4 GiB? Try 6.

One of the luxuries of having a whopping 6 GiB of RAM is the luxury to run lots of apps at once. Look ma, media players:

I confess I’m not sure where certain figures are coming from regarding RAM consumption on media player apps. It’s clear that RhythmBox is pretty lean RAMwise with a library the size of mine, but for all other players, there seems to be some pretty consistent comparative values that can be reached. What I wasn’t expecting was how high Songbird’s CPU consumption would be – I thought its resource gobbling was mostly limited to RAM and disk (as all these players use Gstreamer for playback). Certainly there’s no basis for statements like “3-10x more memory than RB” for ANY player, bugs aside. And bugs should be filed so they can be fixed.

Edit: I had a request for a non-jpg representation of the figures. Here it is. It’s the same file in all cases (an AAC or an Ogg, I don’t remember which), and before anyone asks, I had no apps open other than the players, Evolution, and X-Chat. Someone else suggested I should stop giving the misleading VIRT value from Top, so have re-measured the numbers using gnome-system-monitor’s “writable memory” column, which is probably the best measure I can easily take. So here are those numbers:

Player CPU % Writable memory
Songbird 1.1.1-0ubuntu1~fta4 16 94.3 MiB
Rhythmbox 0.12.0-0ubuntu4 3 32.5 MiB
Banshee 1.4.3-4~hyper1+jaunty1 3 44.5 MiB
Exaile 0.2.14-0ubuntu2 2 60.6 MiB
Listen 0.5-6ubuntu1 2 82.2 MiB

18 Responses to “4 GiB? Try 6.”

  1. [--- Certainly there’s no basis for statements like “3-10x more memory than RB” ---]

    Certainly there is, when one is trolling as hard as one can :P

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  2. Interesting that Banshee is actually one of the smallest in terms of Virtual Memory /and/ Resident. While Rhythmbox is slightly smaller (by 16MB) in terms of Resident, its virtual memory is quite a bit larger (over 100MB larger).

    For everyone’s convenience, I figured it should be explained what each of these columns actually means:

    RES: This is the amount of physical RAM that a process is using at the moment, discluding memory that has been swapped out or that is shared.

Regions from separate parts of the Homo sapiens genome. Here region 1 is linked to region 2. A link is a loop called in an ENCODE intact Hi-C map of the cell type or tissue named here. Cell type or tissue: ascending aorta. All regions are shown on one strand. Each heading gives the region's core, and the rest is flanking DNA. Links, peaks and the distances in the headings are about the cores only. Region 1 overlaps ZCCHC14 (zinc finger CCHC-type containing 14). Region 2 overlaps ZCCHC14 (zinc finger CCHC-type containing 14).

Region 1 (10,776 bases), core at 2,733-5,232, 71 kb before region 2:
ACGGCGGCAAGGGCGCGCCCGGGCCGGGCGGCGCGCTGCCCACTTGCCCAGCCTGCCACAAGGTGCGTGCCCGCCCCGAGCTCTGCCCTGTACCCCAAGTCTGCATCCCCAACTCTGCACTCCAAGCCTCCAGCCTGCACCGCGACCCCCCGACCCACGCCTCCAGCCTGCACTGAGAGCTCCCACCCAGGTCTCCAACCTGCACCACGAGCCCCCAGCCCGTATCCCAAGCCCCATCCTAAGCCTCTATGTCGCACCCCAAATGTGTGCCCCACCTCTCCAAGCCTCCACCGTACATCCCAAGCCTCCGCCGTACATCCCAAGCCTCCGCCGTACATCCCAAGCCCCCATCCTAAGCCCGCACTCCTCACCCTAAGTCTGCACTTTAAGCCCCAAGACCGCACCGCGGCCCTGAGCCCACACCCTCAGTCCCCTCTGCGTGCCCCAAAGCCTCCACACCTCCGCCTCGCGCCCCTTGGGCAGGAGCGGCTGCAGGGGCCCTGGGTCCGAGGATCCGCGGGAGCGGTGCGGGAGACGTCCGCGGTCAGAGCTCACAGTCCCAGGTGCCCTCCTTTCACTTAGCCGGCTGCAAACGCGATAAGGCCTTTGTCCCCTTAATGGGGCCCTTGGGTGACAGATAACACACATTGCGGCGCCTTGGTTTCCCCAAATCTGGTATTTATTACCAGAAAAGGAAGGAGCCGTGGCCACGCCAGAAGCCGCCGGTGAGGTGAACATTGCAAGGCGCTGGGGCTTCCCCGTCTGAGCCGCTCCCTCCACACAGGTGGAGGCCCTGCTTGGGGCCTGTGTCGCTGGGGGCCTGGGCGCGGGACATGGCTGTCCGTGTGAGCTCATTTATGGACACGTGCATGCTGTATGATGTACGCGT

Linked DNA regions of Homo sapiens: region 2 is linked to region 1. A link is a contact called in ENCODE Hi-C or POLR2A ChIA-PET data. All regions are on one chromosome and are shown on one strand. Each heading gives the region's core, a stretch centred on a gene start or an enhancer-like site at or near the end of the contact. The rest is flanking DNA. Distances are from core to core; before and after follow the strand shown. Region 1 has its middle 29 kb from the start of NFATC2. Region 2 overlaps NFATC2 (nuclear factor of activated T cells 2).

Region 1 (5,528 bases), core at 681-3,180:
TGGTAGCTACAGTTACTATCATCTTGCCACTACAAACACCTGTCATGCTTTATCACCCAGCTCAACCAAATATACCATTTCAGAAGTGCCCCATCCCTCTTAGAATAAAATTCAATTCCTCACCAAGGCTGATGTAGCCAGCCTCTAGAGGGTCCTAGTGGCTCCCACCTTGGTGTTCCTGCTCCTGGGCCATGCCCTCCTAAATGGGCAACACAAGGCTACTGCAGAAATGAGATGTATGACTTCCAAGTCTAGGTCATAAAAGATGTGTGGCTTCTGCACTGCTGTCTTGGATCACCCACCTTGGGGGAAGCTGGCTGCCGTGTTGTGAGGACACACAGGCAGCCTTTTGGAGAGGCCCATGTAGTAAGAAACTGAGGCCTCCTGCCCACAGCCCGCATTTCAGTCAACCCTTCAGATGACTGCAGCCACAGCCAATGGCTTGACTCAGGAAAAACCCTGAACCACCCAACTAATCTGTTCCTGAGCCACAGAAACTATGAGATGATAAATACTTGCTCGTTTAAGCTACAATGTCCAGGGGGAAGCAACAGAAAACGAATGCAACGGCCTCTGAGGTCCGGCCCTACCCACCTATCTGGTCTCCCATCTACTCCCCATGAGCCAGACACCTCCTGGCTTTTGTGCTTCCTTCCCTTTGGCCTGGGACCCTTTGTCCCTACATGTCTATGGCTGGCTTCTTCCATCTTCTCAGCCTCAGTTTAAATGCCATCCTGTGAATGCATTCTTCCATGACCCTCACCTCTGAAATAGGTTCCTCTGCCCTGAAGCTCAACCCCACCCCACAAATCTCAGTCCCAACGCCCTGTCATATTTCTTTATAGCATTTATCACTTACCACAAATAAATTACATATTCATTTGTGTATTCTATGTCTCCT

VIRT: This is the total amount of memory the process is using including swap and shared libraries.

    So depending on how you look at it, Banshee is quite a bit more memory efficient than any of the other players (except Exaile which uses slightly less virtual memory, but of course has half the functionality).

    But even if physical RAM is all you care about (and, uh, that value is just a snapshot value, folks), Banshee is still the second smallest memory user.

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    directhex Reply:

    @alphaomega, VIRT isn’t actual memory – it’s address space. Which isn’t the same thing. Whilst the number is still interesting, it tells a very different story to memory consumption (i.e. these players aren’t all eating a gig of RAM).

    One interesting observation which may explain things a little: Rhythmbox is the only player here which doesn’t use SQLite for its library. Instead, it uses flat XML files. This strikes me as a slightly odd decision, though I suspect it’s impossible to change it now without major rewrites to the app. I can certainly see the act of loading the entire XML file into a data set as RAM-hungry, especially with larger libraries

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    alphaomega Reply:

    @directhex, Ah, thanks for fixing my misunderstanding of the values.